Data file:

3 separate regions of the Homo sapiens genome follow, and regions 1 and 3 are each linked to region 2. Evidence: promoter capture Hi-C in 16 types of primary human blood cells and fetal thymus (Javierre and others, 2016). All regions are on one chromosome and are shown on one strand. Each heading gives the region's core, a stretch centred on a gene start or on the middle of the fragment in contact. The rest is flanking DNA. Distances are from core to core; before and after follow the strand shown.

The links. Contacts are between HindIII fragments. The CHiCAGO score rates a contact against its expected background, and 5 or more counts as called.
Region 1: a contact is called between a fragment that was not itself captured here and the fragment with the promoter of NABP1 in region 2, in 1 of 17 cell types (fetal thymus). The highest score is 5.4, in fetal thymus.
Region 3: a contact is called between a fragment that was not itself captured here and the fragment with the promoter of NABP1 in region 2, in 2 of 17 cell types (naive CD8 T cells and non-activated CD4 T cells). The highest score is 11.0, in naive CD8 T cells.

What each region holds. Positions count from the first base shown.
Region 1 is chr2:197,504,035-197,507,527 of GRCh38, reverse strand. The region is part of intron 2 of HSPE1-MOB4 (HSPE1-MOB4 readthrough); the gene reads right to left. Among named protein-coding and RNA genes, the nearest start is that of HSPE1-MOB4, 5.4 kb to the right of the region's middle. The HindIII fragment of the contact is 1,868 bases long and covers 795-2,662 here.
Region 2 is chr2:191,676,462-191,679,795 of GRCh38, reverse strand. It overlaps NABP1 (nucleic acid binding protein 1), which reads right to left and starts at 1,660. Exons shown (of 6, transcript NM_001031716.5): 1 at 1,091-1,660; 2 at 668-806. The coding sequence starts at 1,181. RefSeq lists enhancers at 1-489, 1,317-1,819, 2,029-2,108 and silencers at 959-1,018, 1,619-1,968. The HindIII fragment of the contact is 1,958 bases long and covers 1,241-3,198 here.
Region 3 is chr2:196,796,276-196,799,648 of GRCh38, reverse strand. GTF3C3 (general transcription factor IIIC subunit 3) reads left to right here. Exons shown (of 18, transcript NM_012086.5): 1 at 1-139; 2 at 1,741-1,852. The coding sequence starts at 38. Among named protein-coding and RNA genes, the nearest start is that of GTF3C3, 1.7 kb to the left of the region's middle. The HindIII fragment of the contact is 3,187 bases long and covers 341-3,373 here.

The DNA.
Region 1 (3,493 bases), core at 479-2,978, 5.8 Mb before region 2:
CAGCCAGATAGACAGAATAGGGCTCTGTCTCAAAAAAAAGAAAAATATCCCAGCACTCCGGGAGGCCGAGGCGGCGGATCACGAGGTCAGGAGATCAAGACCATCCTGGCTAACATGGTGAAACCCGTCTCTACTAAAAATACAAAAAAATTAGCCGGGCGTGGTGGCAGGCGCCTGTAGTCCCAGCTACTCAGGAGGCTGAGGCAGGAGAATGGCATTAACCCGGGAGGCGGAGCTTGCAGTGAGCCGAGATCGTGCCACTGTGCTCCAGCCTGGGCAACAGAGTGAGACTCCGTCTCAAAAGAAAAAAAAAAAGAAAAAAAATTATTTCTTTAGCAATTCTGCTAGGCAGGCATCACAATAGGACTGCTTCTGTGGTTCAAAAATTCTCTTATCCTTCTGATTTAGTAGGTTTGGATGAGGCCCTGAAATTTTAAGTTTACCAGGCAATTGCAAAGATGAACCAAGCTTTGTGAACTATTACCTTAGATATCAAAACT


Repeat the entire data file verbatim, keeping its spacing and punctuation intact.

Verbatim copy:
3 separate regions of the Homo sapiens genome follow, and regions 1 and 3 are each linked to region 2. Evidence: promoter capture Hi-C in 16 types of primary human blood cells and fetal thymus (Javierre and others, 2016). All regions are on one chromosome and are shown on one strand. Each heading gives the region's core, a stretch centred on a gene start or on the middle of the fragment in contact. The rest is flanking DNA. Distances are from core to core; before and after follow the strand shown.

The links. Contacts are between HindIII fragments. The CHiCAGO score rates a contact against its expected background, and 5 or more counts as called.
Region 1: a contact is called between a fragment that was not itself captured here and the fragment with the promoter of NABP1 in region 2, in 1 of 17 cell types (fetal thymus). The highest score is 5.4, in fetal thymus.
Region 3: a contact is called between a fragment that was not itself captured here and the fragment with the promoter of NABP1 in region 2, in 2 of 17 cell types (naive CD8 T cells and non-activated CD4 T cells). The highest score is 11.0, in naive CD8 T cells.

What each region holds. Positions count from the first base shown.
Region 1 is chr2:197,504,035-197,507,527 of GRCh38, reverse strand. The region is part of intron 2 of HSPE1-MOB4 (HSPE1-MOB4 readthrough); the gene reads right to left. Among named protein-coding and RNA genes, the nearest start is that of HSPE1-MOB4, 5.4 kb to the right of the region's middle. The HindIII fragment of the contact is 1,868 bases long and covers 795-2,662 here.
Region 2 is chr2:191,676,462-191,679,795 of GRCh38, reverse strand. It overlaps NABP1 (nucleic acid binding protein 1), which reads right to left and starts at 1,660. Exons shown (of 6, transcript NM_001031716.5): 1 at 1,091-1,660; 2 at 668-806. The coding sequence starts at 1,181. RefSeq lists enhancers at 1-489, 1,317-1,819, 2,029-2,108 and silencers at 959-1,018, 1,619-1,968. The HindIII fragment of the contact is 1,958 bases long and covers 1,241-3,198 here.
Region 3 is chr2:196,796,276-196,799,648 of GRCh38, reverse strand. GTF3C3 (general transcription factor IIIC subunit 3) reads left to right here. Exons shown (of 18, transcript NM_012086.5): 1 at 1-139; 2 at 1,741-1,852. The coding sequence starts at 38. Among named protein-coding and RNA genes, the nearest start is that of GTF3C3, 1.7 kb to the left of the region's middle. The HindIII fragment of the contact is 3,187 bases long and covers 341-3,373 here.

The DNA.
Region 1 (3,493 bases), core at 479-2,978, 5.8 Mb before region 2:
CAGCCAGATAGACAGAATAGGGCTCTGTCTCAAAAAAAAGAAAAATATCCCAGCACTCCGGGAGGCCGAGGCGGCGGATCACGAGGTCAGGAGATCAAGACCATCCTGGCTAACATGGTGAAACCCGTCTCTACTAAAAATACAAAAAAATTAGCCGGGCGTGGTGGCAGGCGCCTGTAGTCCCAGCTACTCAGGAGGCTGAGGCAGGAGAATGGCATTAACCCGGGAGGCGGAGCTTGCAGTGAGCCGAGATCGTGCCACTGTGCTCCAGCCTGGGCAACAGAGTGAGACTCCGTCTCAAAAGAAAAAAAAAAAGAAAAAAAATTATTTCTTTAGCAATTCTGCTAGGCAGGCATCACAATAGGACTGCTTCTGTGGTTCAAAAATTCTCTTATCCTTCTGATTTAGTAGGTTTGGATGAGGCCCTGAAATTTTAAGTTTACCAGGCAATTGCAAAGATGAACCAAGCTTTGTGAACTATTACCTTAGATATCAAAACT